Flash player for mobile devices -- but not iPad or iPhone -- is dead. Adobe Systems (NASDAQ:ADBE) has killed it. It has ceased to be. It's expired and gone to meet its maker. It's a stiff. Bereft of life, it rests in peace. It has run down the curtain and joined the choir-invisible. In IT Blogwatch, bloggers mourn its passing. Or not. Beautiful plumage.
Your humble blogwatcher curated these bloggy bits for your entertainment. Not to mention: Photoshop pun shenanigans...
Jason Perlow breathlessly claims an exclusive:
Adobe is Stopping development on Flash Player for browsers on mobile [and] is now focusing...development efforts on:
- Applications for mobile
- Expressive content on the desktop
- Increasing...investments in HTML5 in general.
Ina Fried knows all things:
Instead, Adobe will focus on tools that allow Flash developers to create mobile apps...to run on Adobes AIR platform.
The move, if true, would be a major blow to Android device makers, who have long touted Flash...as a key competitive advantage over Apple.
...[This] comes amid a broader restructuring at Adobe, which announced earlier...that it was cutting 750 jobs and re-sorting its priorities.
And Chuong Nguyen has more on that context:
[It's] part of a broad and massive restructuring plan [which] will see the elimination of 700 jobs, mostly in North America, as [Adobe] changes its focus from software to research and marketing investments in digital strategy.
But Mike Isaac makes a bit of a leap:
And with that...Adobe has signaled that it knows, as Steve Jobs predicted, the end of the Flash era on the web is coming soon.
...[It's] a massive backpedaling on Adobes part, a company who championed its Flash platform in the face of years of naysaying. ... Despite Flashs near ubiquity across desktop PCs, many in the greater computing industry...have denounced the platform as fundamentally unstable on mobile browsers, and an intense battery drain.
"Alright, stop. Collaborate and listen," Dan Florio seems to say:
[It's] a massive mistake to not bring Stage3D to the mobile player. ... If you think about it thats probably all of the Flash Player that is really needed on mobile.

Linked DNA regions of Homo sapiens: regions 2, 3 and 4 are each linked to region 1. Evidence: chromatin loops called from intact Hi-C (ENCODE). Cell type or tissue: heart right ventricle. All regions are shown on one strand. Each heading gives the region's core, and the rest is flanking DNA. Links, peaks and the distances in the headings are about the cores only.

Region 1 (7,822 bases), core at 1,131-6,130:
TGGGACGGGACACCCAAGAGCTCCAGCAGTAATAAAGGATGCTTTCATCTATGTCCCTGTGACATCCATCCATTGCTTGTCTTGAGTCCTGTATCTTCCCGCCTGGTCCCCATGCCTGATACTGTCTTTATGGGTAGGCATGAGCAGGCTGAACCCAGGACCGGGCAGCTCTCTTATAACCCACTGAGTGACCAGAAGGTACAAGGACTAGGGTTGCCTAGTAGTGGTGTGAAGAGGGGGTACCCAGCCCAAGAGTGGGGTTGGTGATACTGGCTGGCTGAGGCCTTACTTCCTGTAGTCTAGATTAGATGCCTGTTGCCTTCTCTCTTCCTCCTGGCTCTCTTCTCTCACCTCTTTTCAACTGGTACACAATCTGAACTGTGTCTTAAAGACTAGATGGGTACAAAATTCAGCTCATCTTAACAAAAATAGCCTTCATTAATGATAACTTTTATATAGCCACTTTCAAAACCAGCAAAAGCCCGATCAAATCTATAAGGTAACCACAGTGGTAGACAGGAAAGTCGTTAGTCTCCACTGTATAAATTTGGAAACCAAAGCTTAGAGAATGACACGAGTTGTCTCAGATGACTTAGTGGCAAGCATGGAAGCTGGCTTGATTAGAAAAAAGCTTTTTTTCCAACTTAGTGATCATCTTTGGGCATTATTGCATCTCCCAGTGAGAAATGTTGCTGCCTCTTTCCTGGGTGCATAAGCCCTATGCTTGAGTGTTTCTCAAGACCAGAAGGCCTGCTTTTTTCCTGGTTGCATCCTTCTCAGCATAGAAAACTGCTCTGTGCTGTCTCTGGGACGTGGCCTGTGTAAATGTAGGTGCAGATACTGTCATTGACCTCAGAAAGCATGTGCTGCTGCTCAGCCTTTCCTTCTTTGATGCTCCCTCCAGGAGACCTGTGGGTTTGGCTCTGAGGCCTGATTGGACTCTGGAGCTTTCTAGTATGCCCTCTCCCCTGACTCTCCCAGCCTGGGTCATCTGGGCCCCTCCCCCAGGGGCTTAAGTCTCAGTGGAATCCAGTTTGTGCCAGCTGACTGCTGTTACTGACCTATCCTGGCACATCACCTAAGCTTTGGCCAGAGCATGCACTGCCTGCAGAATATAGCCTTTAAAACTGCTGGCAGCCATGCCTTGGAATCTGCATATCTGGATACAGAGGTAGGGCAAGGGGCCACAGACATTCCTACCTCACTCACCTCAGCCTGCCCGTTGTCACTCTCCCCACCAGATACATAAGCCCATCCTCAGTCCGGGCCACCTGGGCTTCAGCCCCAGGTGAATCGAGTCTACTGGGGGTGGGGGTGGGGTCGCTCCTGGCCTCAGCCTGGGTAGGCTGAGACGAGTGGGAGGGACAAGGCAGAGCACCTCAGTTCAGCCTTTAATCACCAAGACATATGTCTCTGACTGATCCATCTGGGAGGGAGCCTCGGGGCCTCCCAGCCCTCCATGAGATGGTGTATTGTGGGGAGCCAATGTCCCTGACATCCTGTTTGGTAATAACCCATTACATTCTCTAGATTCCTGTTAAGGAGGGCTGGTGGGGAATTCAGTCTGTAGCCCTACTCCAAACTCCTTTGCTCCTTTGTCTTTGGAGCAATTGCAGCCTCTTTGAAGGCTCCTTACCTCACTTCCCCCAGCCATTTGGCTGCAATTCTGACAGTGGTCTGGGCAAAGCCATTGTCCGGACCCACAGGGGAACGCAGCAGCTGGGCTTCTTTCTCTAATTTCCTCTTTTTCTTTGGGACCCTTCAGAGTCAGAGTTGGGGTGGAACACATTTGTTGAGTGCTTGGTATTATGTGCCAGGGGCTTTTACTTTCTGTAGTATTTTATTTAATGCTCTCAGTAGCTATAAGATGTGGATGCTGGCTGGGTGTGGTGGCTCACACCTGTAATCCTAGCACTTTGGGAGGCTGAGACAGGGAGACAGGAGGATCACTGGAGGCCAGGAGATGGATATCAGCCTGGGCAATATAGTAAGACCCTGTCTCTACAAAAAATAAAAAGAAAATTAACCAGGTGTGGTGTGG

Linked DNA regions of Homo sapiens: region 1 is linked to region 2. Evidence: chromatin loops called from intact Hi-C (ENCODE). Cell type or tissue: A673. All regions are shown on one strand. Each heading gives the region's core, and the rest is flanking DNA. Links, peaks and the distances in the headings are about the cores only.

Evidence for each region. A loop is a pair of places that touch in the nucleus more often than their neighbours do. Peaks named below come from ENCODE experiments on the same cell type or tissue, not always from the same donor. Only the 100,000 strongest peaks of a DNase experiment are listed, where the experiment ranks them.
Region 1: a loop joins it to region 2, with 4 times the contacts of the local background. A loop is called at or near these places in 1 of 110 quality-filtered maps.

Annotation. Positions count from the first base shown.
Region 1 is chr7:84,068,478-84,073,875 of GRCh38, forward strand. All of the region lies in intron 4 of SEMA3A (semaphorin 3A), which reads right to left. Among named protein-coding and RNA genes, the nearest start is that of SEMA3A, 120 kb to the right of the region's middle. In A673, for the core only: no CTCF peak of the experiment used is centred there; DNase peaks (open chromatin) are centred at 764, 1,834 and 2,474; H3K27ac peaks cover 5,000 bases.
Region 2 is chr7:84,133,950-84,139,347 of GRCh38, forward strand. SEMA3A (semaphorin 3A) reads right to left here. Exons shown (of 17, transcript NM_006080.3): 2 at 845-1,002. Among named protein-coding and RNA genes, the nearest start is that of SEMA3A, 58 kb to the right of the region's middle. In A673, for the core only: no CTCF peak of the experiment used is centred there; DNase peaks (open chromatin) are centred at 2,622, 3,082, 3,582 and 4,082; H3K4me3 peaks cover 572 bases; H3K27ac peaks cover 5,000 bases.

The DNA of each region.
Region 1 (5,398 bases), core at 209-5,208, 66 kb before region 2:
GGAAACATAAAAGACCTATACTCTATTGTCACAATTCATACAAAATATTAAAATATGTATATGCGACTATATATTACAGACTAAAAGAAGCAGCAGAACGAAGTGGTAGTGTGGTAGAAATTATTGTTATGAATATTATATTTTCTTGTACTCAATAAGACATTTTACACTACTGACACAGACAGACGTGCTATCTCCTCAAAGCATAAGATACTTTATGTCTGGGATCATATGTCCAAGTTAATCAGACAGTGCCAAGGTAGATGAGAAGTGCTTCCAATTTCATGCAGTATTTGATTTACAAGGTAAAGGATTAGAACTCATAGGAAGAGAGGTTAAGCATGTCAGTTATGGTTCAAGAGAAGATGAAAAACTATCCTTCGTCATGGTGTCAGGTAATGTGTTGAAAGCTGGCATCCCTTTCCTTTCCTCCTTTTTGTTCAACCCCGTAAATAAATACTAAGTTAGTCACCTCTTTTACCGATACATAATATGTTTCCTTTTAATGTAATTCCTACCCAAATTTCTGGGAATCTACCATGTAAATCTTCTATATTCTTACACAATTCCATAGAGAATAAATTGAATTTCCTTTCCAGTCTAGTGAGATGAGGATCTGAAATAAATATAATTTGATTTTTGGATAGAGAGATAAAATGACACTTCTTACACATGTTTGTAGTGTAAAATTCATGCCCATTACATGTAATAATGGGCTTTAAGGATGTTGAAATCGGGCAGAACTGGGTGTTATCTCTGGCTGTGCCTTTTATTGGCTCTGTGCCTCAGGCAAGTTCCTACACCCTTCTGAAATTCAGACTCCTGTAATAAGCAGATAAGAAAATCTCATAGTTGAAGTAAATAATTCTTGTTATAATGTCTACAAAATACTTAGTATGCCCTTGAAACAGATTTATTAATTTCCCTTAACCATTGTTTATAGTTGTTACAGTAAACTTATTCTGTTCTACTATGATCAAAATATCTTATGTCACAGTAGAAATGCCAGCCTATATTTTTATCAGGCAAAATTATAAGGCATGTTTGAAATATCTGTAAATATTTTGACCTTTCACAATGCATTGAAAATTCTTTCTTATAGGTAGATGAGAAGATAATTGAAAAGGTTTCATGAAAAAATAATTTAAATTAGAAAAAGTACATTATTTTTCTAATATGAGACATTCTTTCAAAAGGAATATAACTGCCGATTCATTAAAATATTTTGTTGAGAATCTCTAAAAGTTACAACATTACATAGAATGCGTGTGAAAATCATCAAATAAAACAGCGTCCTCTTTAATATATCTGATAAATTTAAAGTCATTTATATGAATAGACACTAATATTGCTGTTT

On the bright side: lets take Adobe at their word and consider that they really are going to focus more on AIR. That can only mean good things.
...Adobe has lost so much credibility with the community that Im hoping they are bought by someone else that can bring some stability and...credibility back to the Flash Platform.
Meanwhile, Jonny Evans goes all friends-Romans-countrymen on us:
[L]end me your ears. ... In a sudden moment of clarity, Adobe has seen the light. ... This doesn't mean Flash is going away, it's just going to be refocused as a development environment...[for] HTML 5.0.
Even those Android fans who would bleat about how they had Flash...would complain at its poor performance...and battery draining powers.
Gandhi once said, "The best way to find yourself is to lose yourself in the service of others." It seems that...Adobe...won't be a hitchiker on mobile devices any more, but a servant aiming to deliver multimedia experiences for your platform.
...[It] not only vindicates Apple's decision but also underlines Apple's...advantage in contrast to other browsers.
Photoshop pun shenanigans
Don't miss out on IT Blogwatch:
- Follow @richi, your humble blogwatcher, on Twitter
- Subscribe to the Computerworld Blogs newsletter
- Catch up with posts from the previous few days
Richi Jennings is an independent analyst/consultant, specializing in blogging, email, and security. He's the creator and main author of Computerworld's IT Blogwatch -- for which he has won American Society of Business Publication Editors and Jesse H. Neal awards on behalf of Computerworld. He also writes The Long View for IDG Enterprise. A cross-functional IT geek since 1985, you can follow him as @richi on Twitter, pretend to be richij's friend on Facebook, or just use good old email: email@example.com. You can also read Richi's full profile and disclosure of his industry affiliations.